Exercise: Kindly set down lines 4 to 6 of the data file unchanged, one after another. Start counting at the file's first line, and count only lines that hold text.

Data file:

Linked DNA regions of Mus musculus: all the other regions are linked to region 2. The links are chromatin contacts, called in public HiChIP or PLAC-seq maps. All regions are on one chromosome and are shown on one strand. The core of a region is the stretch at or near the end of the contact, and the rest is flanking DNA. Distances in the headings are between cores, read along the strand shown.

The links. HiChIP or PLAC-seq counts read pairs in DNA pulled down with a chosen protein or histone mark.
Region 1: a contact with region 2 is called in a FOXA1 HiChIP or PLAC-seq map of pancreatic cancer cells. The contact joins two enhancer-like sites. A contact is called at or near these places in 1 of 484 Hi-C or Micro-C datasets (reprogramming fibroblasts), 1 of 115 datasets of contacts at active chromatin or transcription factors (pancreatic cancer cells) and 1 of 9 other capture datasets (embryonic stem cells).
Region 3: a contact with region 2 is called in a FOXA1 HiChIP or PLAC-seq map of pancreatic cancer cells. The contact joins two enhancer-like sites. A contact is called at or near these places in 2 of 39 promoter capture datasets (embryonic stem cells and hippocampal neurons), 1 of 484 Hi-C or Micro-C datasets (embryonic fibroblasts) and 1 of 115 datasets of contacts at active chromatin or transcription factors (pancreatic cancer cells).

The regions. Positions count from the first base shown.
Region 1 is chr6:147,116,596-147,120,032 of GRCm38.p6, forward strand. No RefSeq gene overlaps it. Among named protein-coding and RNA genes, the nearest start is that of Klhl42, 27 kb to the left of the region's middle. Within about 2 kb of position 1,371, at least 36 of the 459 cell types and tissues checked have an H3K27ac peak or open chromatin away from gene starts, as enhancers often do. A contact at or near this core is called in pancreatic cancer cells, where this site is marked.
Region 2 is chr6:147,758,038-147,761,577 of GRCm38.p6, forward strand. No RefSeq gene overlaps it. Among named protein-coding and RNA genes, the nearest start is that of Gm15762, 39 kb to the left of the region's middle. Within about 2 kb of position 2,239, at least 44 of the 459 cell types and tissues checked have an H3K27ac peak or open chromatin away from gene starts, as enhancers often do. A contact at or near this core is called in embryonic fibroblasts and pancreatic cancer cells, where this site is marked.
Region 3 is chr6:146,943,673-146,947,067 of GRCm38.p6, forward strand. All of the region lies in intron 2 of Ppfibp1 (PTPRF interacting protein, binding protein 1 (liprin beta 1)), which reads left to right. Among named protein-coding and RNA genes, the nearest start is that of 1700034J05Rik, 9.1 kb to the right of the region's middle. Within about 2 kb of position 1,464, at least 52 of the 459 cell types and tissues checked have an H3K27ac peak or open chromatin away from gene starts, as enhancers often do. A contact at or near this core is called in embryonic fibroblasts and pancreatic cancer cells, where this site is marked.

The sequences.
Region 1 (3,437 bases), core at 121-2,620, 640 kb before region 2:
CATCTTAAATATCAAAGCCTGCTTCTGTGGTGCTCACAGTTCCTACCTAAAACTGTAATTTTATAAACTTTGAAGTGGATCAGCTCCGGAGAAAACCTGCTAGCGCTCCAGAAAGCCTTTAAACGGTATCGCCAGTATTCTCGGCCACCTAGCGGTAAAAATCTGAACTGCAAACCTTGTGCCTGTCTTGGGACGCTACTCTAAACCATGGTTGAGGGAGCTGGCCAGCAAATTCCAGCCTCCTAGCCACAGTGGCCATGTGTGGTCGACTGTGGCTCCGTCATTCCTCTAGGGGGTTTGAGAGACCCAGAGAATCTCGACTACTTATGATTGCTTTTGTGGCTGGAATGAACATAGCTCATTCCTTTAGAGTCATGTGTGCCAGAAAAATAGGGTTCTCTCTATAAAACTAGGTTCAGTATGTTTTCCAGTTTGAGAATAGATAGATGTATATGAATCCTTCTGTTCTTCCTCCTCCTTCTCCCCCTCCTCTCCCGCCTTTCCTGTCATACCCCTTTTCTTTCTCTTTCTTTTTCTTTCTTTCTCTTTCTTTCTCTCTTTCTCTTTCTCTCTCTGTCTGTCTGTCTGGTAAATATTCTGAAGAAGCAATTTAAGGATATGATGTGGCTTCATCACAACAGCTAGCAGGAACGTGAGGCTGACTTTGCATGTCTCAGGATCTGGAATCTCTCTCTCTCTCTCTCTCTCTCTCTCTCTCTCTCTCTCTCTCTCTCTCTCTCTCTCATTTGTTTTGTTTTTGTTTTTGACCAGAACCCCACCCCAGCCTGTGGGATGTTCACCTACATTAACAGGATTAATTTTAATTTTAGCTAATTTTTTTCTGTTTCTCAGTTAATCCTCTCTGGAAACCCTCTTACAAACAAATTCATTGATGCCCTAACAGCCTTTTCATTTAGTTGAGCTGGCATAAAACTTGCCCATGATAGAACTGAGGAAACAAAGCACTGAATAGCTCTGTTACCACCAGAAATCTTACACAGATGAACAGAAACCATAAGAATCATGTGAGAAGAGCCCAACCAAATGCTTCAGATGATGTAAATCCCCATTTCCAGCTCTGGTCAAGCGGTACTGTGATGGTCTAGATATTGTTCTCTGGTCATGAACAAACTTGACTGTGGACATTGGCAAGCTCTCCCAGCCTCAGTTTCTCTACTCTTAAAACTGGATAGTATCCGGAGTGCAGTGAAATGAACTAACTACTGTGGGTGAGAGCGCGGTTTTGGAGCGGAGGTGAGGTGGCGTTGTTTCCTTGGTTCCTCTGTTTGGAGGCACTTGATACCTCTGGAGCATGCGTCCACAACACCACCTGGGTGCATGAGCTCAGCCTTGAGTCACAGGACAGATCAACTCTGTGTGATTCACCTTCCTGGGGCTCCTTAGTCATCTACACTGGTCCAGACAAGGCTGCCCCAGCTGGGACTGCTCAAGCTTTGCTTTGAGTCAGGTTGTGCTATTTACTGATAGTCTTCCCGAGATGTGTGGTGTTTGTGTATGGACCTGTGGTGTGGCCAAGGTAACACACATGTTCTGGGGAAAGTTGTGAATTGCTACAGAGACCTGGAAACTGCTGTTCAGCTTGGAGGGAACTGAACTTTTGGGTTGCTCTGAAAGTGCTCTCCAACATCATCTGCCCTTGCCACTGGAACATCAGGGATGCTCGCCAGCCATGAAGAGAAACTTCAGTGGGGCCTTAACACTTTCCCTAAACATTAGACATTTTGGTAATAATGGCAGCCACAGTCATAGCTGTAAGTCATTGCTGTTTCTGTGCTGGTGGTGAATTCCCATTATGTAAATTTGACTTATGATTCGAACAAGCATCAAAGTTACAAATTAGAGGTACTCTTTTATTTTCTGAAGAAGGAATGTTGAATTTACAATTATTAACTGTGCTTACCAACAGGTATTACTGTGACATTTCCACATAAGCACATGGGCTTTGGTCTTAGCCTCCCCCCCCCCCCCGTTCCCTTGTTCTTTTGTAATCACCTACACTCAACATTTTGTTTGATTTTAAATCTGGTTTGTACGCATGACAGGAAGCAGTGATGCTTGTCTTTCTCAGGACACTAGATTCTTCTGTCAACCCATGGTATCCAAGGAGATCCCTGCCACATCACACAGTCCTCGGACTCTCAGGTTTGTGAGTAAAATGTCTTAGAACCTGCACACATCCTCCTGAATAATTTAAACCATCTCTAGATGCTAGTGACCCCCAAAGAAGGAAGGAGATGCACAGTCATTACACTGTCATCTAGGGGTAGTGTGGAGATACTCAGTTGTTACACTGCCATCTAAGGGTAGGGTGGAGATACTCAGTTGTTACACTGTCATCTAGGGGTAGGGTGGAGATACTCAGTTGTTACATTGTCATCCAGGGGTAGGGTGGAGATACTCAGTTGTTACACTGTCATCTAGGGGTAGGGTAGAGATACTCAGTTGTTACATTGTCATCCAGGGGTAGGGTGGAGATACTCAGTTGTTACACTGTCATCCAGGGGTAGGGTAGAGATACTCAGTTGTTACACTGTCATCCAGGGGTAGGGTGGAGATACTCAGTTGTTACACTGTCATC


Region 3: a contact with region 2 is called in a FOXA1 HiChIP or PLAC-seq map of pancreatic cancer cells. The contact joins two enhancer-like sites. A contact is called at or near these places in 2 of 39 promoter capture datasets (embryonic stem cells and hippocampal neurons), 1 of 484 Hi-C or Micro-C datasets (embryonic fibroblasts) and 1 of 115 datasets of contacts at active chromatin or transcription factors (pancreatic cancer cells).

The regions. Positions count from the first base shown.
Region 1 is chr6:147,116,596-147,120,032 of GRCm38.p6, forward strand. No RefSeq gene overlaps it. Among named protein-coding and RNA genes, the nearest start is that of Klhl42, 27 kb to the left of the region's middle. Within about 2 kb of position 1,371, at least 36 of the 459 cell types and tissues checked have an H3K27ac peak or open chromatin away from gene starts, as enhancers often do. A contact at or near this core is called in pancreatic cancer cells, where this site is marked.